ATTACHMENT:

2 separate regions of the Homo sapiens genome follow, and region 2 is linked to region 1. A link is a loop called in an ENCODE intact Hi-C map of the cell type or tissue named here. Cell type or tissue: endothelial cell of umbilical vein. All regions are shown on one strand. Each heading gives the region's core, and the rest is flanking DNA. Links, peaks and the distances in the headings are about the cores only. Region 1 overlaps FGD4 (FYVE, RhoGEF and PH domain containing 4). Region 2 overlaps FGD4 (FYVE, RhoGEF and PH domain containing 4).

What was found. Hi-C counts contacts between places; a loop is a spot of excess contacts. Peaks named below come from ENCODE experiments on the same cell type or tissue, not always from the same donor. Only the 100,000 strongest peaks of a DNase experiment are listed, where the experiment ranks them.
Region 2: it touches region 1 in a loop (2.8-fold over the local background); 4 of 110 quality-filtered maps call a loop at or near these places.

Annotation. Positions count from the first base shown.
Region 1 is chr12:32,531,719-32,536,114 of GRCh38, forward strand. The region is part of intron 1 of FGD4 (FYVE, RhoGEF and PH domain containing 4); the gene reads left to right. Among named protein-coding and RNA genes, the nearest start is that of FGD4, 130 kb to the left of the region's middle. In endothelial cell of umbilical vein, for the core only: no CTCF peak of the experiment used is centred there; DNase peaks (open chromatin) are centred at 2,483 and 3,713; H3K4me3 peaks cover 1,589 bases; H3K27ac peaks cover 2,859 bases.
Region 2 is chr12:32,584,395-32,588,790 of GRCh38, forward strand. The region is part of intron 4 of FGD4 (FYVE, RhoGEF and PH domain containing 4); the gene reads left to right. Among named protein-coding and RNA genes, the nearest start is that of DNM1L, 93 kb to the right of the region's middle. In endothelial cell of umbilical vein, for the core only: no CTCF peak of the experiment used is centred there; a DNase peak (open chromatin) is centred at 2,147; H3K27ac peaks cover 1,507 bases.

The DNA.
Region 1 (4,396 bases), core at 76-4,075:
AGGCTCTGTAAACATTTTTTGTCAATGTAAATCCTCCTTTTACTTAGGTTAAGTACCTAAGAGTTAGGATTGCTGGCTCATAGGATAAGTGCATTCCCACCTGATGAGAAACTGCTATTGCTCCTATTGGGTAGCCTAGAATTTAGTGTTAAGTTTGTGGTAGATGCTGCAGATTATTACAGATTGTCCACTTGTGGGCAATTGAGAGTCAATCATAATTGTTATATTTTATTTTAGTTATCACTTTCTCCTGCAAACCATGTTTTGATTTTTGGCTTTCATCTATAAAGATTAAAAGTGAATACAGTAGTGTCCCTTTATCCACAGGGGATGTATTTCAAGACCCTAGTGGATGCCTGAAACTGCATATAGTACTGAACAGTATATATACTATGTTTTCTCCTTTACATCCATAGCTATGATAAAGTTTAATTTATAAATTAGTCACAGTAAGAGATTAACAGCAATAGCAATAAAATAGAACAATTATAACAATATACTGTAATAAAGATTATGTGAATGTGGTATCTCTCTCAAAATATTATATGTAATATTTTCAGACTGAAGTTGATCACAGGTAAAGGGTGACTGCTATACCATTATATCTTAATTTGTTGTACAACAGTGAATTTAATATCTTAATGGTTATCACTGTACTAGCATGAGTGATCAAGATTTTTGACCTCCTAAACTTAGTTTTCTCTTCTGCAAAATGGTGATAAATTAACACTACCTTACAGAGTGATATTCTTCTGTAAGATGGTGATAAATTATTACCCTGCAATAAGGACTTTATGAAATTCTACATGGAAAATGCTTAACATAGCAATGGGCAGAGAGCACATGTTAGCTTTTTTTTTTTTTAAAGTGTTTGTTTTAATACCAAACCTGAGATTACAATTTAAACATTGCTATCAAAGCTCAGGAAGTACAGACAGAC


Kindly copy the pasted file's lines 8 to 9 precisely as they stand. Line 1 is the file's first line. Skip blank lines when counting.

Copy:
Region 1 (4,396 bases), core at 76-4,075:
AGGCTCTGTAAACATTTTTTGTCAATGTAAATCCTCCTTTTACTTAGGTTAAGTACCTAAGAGTTAGGATTGCTGGCTCATAGGATAAGTGCATTCCCACCTGATGAGAAACTGCTATTGCTCCTATTGGGTAGCCTAGAATTTAGTGTTAAGTTTGTGGTAGATGCTGCAGATTATTACAGATTGTCCACTTGTGGGCAATTGAGAGTCAATCATAATTGTTATATTTTATTTTAGTTATCACTTTCTCCTGCAAACCATGTTTTGATTTTTGGCTTTCATCTATAAAGATTAAAAGTGAATACAGTAGTGTCCCTTTATCCACAGGGGATGTATTTCAAGACCCTAGTGGATGCCTGAAACTGCATATAGTACTGAACAGTATATATACTATGTTTTCTCCTTTACATCCATAGCTATGATAAAGTTTAATTTATAAATTAGTCACAGTAAGAGATTAACAGCAATAGCAATAAAATAGAACAATTATAACAATATACTGTAATAAAGATTATGTGAATGTGGTATCTCTCTCAAAATATTATATGTAATATTTTCAGACTGAAGTTGATCACAGGTAAAGGGTGACTGCTATACCATTATATCTTAATTTGTTGTACAACAGTGAATTTAATATCTTAATGGTTATCACTGTACTAGCATGAGTGATCAAGATTTTTGACCTCCTAAACTTAGTTTTCTCTTCTGCAAAATGGTGATAAATTAACACTACCTTACAGAGTGATATTCTTCTGTAAGATGGTGATAAATTATTACCCTGCAATAAGGACTTTATGAAATTCTACATGGAAAATGCTTAACATAGCAATGGGCAGAGAGCACATGTTAGCTTTTTTTTTTTTTAAAGTGTTTGTTTTAATACCAAACCTGAGATTACAATTTAAACATTGCTATCAAAGCTCAGGAAGTACAGACAGAC